Donald E. Westlake's Murder Among Children (1967) originally appeared under the name "Tucker Coe" and is the second of only five private-eye novels about a disgraced ex-policeman, Mitch Tobin, whose partner was shot and killed when making an arrest – while he was in bed with a woman who was not his wife. Tobin was summarily dismissed from the NYPD and withdrew from the world, into his suburban backyard, where he had began to work on a wall.
If you're a long-time reader of this blog, you're probably wondering why a fervent classicist, like myself, picked a relatively modern crime novel with a tormented ex-cop, soaked in guilt, as its protagonist. There's a perfectly logical and even predictable reason for picking this title.
Murder Among Children was brought to my attention by the Thrilling Detective Website, which has a page, titled "And Throw Away the Key! Locked Room P.I. Mysteries," listing "locked-room capers and other impossible crimes that good ol' regular joe private eyes cracked" – a list that includes such names as Lawrence Block, Henry Kane, Jonathan Latimer and Bill Pronzini. So that placed the book on my wish list, but what really aroused my curiosity was the publication date.
On his excellent website, Mike Grost remarked, in reference to Helen McCloy's The Further Side of Fear (1967), that "the late 1960s is an atypical era in mystery history for a writer to develop an interest in locked room puzzles."
The '60s was a dark decade for traditional, plot-driven detective fiction and impossible crime (short) stories were primarily being written by two masters of the short story format, Edward D. Hoch and Arthur Porges – who kept the home fires burning in Alfred Hitchcock's Mystery Magazine and Ellery Queen's Mystery Magazine. There are one or two notable (locked room) novels from this period, like McCloy's Mr. Splitfoot (1968), but then the movement within my beloved sub-genre pretty much grinds to a halt until the 1970 and '80s.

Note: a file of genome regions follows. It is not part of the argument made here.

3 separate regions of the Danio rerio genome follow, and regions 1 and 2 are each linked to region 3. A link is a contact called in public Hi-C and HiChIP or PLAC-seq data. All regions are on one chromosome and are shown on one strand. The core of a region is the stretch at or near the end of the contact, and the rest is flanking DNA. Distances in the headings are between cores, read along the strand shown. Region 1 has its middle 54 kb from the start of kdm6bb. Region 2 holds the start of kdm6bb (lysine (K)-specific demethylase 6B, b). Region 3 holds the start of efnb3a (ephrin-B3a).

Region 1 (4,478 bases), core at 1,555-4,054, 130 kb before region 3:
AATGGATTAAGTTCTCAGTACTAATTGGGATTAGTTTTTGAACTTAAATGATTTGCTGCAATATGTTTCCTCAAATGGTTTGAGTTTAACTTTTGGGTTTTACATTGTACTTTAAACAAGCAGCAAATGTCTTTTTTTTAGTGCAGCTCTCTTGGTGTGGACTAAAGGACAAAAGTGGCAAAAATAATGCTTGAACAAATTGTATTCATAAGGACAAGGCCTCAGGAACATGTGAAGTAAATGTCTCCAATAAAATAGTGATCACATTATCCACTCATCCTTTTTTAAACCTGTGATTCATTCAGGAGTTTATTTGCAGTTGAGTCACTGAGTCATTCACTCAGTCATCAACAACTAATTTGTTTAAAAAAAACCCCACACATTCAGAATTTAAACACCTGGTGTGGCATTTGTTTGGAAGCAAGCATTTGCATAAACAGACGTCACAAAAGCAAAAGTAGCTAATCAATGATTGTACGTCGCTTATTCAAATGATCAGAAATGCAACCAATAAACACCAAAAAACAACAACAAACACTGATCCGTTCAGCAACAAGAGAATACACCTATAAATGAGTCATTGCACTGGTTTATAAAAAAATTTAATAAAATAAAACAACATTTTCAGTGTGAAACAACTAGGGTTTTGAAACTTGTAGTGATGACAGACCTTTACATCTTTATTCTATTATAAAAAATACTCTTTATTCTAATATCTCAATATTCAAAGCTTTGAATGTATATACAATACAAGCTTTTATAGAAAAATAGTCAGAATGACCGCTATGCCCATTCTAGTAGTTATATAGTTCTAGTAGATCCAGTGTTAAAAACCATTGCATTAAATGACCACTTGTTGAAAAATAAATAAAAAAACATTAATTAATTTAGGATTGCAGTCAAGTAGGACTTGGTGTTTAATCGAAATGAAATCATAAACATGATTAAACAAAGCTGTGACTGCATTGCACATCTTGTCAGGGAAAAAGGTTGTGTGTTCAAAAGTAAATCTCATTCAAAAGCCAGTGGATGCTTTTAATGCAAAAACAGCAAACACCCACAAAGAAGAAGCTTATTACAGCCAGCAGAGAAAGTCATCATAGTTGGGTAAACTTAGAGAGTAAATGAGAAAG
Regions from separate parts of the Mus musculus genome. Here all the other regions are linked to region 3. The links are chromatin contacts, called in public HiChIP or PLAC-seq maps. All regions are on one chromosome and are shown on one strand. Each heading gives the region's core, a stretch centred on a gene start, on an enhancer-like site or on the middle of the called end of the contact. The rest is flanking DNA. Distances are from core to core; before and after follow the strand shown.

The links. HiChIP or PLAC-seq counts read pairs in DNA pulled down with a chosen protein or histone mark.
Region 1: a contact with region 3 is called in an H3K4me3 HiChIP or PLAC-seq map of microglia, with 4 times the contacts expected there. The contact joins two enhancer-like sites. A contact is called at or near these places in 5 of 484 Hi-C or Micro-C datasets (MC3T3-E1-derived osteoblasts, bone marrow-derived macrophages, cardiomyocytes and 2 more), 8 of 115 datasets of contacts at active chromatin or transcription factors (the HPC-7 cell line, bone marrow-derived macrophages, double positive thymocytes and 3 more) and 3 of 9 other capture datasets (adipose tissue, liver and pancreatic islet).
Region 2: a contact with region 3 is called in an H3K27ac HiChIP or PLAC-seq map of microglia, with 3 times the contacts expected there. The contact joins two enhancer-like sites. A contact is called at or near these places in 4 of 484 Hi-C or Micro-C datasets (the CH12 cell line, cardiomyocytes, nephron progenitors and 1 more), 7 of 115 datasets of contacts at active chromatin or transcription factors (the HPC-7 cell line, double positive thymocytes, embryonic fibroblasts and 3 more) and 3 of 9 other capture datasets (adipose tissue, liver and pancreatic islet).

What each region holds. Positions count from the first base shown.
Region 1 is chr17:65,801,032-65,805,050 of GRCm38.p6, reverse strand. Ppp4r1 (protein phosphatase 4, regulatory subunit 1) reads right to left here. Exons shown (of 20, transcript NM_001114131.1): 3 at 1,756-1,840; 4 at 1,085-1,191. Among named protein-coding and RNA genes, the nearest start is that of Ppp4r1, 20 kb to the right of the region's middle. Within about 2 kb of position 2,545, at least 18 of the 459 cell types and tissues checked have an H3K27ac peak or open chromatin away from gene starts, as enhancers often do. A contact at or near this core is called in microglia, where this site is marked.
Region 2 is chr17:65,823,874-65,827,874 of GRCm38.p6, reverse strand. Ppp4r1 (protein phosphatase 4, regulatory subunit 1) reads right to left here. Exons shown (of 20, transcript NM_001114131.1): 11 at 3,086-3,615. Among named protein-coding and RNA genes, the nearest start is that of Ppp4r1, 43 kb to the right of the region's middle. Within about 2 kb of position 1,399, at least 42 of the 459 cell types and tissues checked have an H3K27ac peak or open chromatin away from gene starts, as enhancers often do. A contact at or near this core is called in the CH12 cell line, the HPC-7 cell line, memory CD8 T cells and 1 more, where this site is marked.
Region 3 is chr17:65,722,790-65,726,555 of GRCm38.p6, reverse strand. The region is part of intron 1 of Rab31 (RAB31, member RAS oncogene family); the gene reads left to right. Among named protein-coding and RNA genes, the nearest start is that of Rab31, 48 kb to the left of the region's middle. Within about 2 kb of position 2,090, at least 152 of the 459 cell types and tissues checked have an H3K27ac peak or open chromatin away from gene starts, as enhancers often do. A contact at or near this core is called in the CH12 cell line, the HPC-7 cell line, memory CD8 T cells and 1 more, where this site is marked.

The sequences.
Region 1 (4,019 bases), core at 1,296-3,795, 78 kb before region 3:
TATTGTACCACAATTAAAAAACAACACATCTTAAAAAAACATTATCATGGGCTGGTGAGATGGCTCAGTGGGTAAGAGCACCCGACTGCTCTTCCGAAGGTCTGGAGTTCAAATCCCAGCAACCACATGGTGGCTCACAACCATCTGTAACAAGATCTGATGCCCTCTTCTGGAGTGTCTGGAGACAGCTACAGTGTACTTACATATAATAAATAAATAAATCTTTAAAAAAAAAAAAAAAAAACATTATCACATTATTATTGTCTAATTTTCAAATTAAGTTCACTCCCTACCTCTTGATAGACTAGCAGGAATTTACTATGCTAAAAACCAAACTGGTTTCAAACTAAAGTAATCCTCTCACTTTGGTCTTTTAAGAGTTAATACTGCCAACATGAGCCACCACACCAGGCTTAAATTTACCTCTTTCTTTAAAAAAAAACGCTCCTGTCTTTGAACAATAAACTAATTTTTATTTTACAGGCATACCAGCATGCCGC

So I had become curious about this fairly modern, somewhat gritty locked room novel from the sixties. And I'm glad to report that Murder Among Children was far better than I anticipated. Let's dig in.
A slightly bitter and world wary Tobin has buried himself in the garden of his suburban home, in Queens, where he lives with his wife and fourteen year old son, but a widening rift exists between them. Particularly between Tobin and his teenage son. So he has began building a wall around the garden ("its construction was its own purpose"), but, one day, a distant relative turns up on a his doorstep, Robin Kennely – an 18-year-old with friends who are in a spot of trouble. Kennely has a boyfriend, Terry Wilford, who opened a coffee house in Greenwich Village with three of his friends.
A day or two after they opened, a plainclothes police detective, named Edward Donlon, dropped by to ask questions, make insinuations and harass their patrons by asking them for their identifications. So they think he either wants to make trouble for them, because he doesn't like their crowd of people, or wants a bribe. A non-money bribe! Tobin reluctantly promises to come down to the coffee house the next day, but, when he arrives there, Robin comes shuffling down the stairs holding a carving knife and smeared with blood – after which she collapses. Upstairs, there are two bodies slashed to ribbons. One of the victims is her boyfriend, Terry, while the other is a heroin-addicted prostitute.